Rebellion and the Countess
Heather J. Tanner (Ohio State University)
This paper spoke about rebellion and retribution during the reign of King Philip II Augustus of France. It also examines how some nobles fought and lost at the Battle of Bouvines (1214) and punishments that resulted from it for their wives, whom the French king held as also being responsible.
Rebellion was formally defined as a man who attacks his lord before renouncing his loyalty. In order to obtain proper justice legally, the man had to renounce his fealty and wait 40 days to seek retribution. During the first half of the 13th century, rebellion was still not considered treason.
Tanner suggests that all heirs male or female were required to swear homage to the King Philip. During his reign, the Captien King was increasing his control over northern France through steep relief payments, and demanding fortifications, land, and increasingly large payments from heiresses.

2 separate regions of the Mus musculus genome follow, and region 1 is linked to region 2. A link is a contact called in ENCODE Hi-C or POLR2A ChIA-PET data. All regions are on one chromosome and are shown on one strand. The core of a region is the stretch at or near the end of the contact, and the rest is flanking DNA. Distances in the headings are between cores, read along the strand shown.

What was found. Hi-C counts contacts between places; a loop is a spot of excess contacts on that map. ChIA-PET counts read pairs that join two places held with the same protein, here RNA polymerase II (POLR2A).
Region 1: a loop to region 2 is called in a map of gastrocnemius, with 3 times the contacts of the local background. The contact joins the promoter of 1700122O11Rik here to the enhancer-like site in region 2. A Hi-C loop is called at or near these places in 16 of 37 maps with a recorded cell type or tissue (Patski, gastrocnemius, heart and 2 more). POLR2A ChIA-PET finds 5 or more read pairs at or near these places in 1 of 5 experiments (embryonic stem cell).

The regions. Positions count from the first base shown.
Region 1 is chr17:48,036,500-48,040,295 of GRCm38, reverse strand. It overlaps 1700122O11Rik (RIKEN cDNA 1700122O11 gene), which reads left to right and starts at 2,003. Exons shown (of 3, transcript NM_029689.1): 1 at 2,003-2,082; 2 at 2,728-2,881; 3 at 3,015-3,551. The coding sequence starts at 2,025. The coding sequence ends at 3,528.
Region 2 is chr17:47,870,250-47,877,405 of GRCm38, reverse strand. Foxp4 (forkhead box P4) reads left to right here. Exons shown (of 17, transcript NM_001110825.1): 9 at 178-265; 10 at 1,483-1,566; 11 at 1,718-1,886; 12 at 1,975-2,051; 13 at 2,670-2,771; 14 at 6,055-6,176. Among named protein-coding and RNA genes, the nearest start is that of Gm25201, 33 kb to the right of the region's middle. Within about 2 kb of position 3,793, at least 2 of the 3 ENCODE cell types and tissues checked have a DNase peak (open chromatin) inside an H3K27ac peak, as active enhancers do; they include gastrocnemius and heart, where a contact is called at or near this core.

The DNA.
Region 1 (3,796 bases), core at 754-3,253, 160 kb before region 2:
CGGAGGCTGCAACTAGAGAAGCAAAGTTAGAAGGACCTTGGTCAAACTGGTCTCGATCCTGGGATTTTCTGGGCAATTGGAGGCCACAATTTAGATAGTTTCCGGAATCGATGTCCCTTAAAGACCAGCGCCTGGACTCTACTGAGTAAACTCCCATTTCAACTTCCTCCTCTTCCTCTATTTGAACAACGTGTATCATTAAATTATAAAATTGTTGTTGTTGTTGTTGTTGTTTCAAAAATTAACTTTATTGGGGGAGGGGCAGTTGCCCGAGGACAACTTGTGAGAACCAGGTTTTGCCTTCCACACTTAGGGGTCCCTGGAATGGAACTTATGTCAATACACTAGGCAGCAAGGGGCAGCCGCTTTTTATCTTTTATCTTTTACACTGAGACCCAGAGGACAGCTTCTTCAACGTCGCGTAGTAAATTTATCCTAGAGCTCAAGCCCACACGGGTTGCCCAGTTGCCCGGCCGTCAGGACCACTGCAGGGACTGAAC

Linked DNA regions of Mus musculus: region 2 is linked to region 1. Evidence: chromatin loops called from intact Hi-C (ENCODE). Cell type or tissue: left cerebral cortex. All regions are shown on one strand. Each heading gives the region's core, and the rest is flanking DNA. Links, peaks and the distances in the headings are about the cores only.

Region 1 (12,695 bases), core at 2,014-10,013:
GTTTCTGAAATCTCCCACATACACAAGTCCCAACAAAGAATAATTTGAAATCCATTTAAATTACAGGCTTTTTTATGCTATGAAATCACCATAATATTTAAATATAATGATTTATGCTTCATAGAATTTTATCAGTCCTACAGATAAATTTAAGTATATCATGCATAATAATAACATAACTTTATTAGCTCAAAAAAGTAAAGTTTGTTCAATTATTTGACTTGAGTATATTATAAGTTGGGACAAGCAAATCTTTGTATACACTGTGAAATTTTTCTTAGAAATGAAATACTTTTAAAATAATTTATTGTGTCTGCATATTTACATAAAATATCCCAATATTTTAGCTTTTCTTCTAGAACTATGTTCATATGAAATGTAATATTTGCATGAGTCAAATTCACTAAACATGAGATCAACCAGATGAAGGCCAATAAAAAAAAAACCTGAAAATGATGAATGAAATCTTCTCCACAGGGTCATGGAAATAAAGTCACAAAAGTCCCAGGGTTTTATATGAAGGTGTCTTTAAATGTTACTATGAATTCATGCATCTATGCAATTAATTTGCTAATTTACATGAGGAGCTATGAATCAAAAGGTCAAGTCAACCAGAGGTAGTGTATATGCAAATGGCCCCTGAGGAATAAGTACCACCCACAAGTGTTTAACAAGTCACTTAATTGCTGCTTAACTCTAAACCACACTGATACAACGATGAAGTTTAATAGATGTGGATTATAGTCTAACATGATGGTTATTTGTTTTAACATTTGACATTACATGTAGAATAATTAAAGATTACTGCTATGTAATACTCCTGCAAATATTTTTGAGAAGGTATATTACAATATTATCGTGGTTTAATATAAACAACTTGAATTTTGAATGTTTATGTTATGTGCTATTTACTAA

Phillip focused his attention on securing the allegiance of the lords in Normandy who had close ties to the English. The County of Flanders was added to the royal domain in 1183. The marriage between the Count’s daughter and Philip created the County of Artois. This alliance led to dissension over this territory with this dispute not being resolved until Christmas of 1199. In 1202, Count Baldwin went on Crusade and was killed two years later. His two heirs, both daughters, were taken control over by Philip, who marries them off. In the deal to secure the marriage of Jeanne of Flanders with Ferdinand of Portugal , the French king is give control over two important Flemish towns. This leads to war with Ferdinand, (Jeanne’s husband) up to 1214.
At Bouvines, Ferdinand is captured and held prisoner until 1231. Jeanne is allowed to rule Flanders under royal supervision. Tanner finds other examples of the treatment of the wives of defeated nobles and notes that of four countesses she studied, one was allowed to keep her property, two were deprived of lands but later regained it. Tanner believes that reasons for the treatment of these wives was mostly determined by political necessity rather than any overall policy by King Philip.